Courageous Conversations

Courageous Conversations

Photograph of Spencer Sherman, smiling with arms crossed, wearing blue crew neck shirt

By Spencer Sherman, MBA, CFP®

Photograph of Spencer Sherman, smiling with arms crossed, wearing blue crew neck shirt

When I was 10 years old, my aunt and uncle and their children, who had lived across the street from me my whole life, disappeared. Suddenly, I no longer saw Aunt Lilly on my walk home from school. I never saw my cousins again. I didn’t know it at the time, but a money conflict led to my family’s division. The inability of the adults to have a courageous money conversation (CMC) caused a rift so great, my father found out about his sister’s death two years after the fact and 40 years after he last spoke to her.

When I became an adult, I asked my father about his sister. He said “I’ve come to a place of forgiveness for all the money that my brother-in-law stole from me and my business. But when I finally extended the olive branch to them, they had both already died.” That motivated me to reach out to my first cousin, Steve. Without any contact information, I hired a private detective — the most fruitful $500 I’ve ever spent. I agreed to fly to NYC to meet him. Over a pleasant lunch, I was aware that the conversation didn’t venture beyond safe and superficial topics.

Suddenly, I felt terrified (my knees were vibrating); when would I address the elephant in the room? What if I left without bringing up the topic? And then, in that moment, I remembered my father’s regret and inability to have a courageous conversation with his brother-in-law. I knew I had to say something, but how?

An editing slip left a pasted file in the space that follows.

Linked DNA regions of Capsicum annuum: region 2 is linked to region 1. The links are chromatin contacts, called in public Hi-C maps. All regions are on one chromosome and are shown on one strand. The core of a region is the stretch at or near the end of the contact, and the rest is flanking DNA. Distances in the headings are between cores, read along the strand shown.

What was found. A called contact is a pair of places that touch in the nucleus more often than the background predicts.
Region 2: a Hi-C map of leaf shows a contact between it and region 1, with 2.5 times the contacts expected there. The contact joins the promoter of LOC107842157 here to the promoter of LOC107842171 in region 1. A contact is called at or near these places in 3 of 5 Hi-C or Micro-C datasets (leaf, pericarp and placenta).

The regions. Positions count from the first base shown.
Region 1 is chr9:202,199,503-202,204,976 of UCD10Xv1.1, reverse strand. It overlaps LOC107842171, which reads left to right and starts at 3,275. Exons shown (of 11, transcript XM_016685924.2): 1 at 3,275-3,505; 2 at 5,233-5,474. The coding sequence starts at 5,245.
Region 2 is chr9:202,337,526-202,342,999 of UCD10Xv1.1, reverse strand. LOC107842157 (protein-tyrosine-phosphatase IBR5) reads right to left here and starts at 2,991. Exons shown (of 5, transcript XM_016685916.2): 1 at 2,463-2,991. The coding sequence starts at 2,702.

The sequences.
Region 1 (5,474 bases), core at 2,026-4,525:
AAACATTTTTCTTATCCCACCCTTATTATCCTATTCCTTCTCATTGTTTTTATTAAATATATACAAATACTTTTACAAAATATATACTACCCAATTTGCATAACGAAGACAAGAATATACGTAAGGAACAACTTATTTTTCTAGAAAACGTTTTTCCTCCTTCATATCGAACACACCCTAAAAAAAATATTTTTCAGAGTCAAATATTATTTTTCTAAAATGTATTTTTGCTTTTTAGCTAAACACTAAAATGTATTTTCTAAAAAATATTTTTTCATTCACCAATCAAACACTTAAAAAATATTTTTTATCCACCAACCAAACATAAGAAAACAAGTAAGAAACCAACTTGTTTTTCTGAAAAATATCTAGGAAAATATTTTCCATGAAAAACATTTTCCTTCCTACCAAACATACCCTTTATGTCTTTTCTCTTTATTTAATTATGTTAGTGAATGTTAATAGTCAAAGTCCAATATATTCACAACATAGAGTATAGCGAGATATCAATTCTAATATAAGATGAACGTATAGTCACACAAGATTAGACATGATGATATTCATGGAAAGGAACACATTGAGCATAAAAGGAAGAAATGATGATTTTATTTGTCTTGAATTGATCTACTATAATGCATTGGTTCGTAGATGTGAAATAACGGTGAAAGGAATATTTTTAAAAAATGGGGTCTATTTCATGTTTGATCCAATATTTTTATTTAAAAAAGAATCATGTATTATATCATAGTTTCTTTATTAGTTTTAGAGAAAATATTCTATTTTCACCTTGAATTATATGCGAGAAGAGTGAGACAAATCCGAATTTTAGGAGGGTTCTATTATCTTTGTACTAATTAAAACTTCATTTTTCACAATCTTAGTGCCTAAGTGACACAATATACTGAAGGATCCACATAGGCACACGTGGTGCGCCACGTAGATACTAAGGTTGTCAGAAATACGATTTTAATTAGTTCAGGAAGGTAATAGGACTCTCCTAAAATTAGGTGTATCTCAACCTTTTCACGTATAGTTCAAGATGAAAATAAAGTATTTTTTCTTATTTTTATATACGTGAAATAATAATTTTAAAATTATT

“Steve, do you know why our families have been completely out of touch for the last 35 years?”

“We just drifted apart. It happens.”

Did he not know? Or was he dodging my question? This was my moment to take a risk.

“Steve,” I began. “My understanding is that your father was stealing money from my father.”

He looked down and then slowly lifted his gaze and said “It’s true.”

“How do you know?” I asked.

“My father confessed to me before he died.”

In that moment, I realized that we had broken the family’s solemn rule to never speak about money. We were free not only to speak about taboo things, but to heal our family. And then I realized there’s a good reason why I’m helping people with money: I’m both healing myself and being a role model for others to address their money afflictions.

That was one of, if not, the most courageous money conversations I’ve ever had. What about you? Is there a conversation with a friend, child, parent, sibling, business partner, boss that you think about initiating, but keep postponing? Of course, there are times when a CMC might not go as planned. But, when I look back at my life, I can’t name a time when my intentional, well-planned money conversation didn’t produce more positive than negative outcomes. To me, this is a risk with outsized potential rewards. We have a bias to ignore the topic of money, but I’m suggesting you challenge yourself and do the opposite.

There’s a lot at stake with CMC’s. Here’s a list of potential conversations that could release blocked vitality and lead to a transformed relationship with the other party and with money itself: